• She might have rumpled or soiled it, and so feared discovery.

    A Dish Of Orts

    George MacDonald

  • The plumage, once shining with hues direct from heaven, is soiled and bedraggled.

    Bunyan

    James Anthony Froude

  • Yes, my husband who has defiled me as no other on earth could have soiled and degraded me!

    Louisiana Lou

    William West Winter

  • Because I have a deep respect for your cloth and should be sorry to see it soiled.


British Dictionary definitions for soiled

soil1

noun
  1. the top layer of the land surface of the earth that is composed of disintegrated rock particles, humus, water, and airSee zonal soil, azonal soil, intrazonal soil, horizon (def. 4), horizon (def. 5) Related adjective: telluric
  2. a type of this material having specific characteristicsloamy soil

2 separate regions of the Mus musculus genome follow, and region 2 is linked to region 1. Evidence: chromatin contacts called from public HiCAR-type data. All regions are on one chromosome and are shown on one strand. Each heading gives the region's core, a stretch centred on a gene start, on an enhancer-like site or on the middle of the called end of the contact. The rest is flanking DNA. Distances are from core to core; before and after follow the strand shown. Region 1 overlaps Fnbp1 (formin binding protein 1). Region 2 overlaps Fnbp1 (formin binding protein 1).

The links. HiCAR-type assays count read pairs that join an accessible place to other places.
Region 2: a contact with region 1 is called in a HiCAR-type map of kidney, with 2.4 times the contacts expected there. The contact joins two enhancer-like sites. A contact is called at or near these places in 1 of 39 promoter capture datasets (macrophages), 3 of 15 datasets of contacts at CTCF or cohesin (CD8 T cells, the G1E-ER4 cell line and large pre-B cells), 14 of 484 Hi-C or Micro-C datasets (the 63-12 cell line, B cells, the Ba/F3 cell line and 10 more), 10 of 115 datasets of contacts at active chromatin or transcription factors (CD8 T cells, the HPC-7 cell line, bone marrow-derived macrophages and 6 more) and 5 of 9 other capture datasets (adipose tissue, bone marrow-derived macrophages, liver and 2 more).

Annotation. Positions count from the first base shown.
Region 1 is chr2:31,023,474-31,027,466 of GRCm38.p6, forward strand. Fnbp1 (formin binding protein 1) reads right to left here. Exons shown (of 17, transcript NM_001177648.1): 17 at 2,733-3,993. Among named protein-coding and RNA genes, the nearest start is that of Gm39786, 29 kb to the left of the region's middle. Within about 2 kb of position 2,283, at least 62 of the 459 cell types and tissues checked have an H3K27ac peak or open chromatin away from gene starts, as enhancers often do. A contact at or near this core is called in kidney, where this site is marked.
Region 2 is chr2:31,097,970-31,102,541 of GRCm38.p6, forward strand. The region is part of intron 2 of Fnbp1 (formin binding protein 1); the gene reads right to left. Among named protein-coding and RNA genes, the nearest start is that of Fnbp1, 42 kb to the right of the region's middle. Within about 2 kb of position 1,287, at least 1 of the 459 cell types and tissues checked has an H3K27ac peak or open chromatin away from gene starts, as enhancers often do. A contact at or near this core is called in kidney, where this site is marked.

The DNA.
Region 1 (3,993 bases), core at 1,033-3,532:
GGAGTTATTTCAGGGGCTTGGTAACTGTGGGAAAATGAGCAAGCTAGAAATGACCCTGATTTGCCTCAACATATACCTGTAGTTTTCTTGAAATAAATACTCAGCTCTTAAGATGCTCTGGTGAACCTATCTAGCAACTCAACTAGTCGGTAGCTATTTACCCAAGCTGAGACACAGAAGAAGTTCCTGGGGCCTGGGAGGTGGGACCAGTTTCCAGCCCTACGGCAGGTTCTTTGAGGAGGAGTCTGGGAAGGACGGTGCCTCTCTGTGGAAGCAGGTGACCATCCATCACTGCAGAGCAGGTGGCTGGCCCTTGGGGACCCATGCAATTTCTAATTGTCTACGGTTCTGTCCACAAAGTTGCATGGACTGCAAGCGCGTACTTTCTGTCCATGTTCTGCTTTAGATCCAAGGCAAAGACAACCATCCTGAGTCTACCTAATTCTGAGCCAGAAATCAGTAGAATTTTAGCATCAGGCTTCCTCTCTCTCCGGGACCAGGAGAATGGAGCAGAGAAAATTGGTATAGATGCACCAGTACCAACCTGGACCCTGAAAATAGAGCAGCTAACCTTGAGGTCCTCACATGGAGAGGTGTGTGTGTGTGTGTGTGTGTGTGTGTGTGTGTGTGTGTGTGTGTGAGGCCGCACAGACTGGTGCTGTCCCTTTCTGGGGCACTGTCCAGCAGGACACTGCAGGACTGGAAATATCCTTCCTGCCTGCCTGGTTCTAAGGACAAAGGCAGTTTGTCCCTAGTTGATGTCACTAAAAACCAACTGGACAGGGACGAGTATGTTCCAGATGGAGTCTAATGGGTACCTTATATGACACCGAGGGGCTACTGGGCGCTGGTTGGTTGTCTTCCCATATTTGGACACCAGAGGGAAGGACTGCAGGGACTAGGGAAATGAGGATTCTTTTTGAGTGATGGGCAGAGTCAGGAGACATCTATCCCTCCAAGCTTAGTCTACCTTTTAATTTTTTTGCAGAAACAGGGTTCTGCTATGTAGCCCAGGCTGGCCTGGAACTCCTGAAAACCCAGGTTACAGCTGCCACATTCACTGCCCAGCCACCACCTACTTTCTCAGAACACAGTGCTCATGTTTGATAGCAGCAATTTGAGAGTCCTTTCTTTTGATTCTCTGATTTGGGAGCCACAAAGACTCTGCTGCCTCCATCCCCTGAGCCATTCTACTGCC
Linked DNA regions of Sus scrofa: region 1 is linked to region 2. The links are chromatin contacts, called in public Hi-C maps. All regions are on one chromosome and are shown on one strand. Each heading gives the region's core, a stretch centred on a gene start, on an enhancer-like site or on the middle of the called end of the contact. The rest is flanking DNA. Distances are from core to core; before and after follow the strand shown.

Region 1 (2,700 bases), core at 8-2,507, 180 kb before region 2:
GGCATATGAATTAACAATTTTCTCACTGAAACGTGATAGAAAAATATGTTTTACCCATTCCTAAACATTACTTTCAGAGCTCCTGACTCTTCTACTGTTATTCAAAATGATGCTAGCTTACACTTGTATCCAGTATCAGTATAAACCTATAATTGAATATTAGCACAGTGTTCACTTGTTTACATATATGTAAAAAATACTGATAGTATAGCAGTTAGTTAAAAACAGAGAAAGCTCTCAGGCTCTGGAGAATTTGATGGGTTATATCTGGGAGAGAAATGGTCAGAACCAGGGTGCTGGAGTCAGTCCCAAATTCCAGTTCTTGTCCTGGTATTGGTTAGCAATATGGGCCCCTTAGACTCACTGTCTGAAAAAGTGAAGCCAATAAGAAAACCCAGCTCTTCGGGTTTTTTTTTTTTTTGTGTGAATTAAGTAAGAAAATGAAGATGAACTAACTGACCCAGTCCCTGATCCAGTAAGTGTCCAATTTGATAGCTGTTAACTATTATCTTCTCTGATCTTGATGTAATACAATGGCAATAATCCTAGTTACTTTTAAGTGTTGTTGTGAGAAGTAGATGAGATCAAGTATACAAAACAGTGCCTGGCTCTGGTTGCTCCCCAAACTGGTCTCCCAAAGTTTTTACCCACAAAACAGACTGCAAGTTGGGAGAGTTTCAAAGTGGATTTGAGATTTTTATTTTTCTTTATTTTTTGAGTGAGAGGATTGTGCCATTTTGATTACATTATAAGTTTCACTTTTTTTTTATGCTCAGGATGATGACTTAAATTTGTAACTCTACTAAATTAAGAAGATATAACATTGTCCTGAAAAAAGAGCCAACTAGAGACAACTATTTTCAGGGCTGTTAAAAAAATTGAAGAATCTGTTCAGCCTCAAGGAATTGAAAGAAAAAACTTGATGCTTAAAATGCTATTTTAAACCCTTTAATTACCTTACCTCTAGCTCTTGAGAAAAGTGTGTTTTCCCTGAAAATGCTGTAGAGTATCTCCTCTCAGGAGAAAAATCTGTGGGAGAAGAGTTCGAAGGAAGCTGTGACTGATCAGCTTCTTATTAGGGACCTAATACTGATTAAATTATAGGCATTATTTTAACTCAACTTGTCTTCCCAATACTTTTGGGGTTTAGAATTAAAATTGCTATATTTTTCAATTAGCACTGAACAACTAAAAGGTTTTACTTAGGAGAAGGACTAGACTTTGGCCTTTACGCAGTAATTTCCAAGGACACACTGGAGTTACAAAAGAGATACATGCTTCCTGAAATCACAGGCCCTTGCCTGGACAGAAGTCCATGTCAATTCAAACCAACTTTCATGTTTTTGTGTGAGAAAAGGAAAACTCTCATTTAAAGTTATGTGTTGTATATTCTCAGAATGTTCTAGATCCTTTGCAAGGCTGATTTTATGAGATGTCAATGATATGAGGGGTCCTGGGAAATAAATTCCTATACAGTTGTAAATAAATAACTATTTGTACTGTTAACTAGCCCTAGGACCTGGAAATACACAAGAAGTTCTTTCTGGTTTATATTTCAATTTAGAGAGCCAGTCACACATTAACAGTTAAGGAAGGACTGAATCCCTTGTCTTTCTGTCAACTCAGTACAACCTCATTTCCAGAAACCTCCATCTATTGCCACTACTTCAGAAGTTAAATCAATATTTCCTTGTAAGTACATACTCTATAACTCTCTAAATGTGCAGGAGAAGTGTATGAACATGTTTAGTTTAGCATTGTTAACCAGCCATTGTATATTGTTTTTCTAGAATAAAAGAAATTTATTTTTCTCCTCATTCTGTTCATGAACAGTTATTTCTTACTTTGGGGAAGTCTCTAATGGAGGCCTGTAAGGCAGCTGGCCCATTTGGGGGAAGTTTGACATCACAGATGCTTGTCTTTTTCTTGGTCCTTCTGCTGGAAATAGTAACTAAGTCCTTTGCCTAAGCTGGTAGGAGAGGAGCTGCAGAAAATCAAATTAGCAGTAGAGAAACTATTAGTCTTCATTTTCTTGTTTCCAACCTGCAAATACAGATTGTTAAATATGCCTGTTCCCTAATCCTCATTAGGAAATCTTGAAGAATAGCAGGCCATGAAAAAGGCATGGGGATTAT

3. land, country, or regionone's native soil
  4. the soil life and work on a farm; landhe belonged to the soil, as his forefathers had
  5. any place or thing encouraging growth or development
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Word Origin

C14: from Anglo-Norman, from Latin solium a seat, but confused with Latin solum the ground

soil2

verb
  1. to make or become dirty or stained
  2. (tr) to pollute with sin or disgrace; sully; defilehe soiled the family honour by his cowardice
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noun
  1. the state or result of soiling
  2. refuse, manure, or excrement
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Word Origin

C13: from Old French soillier to defile, from soil pigsty, probably from Latin sūs a swine

soil3

verb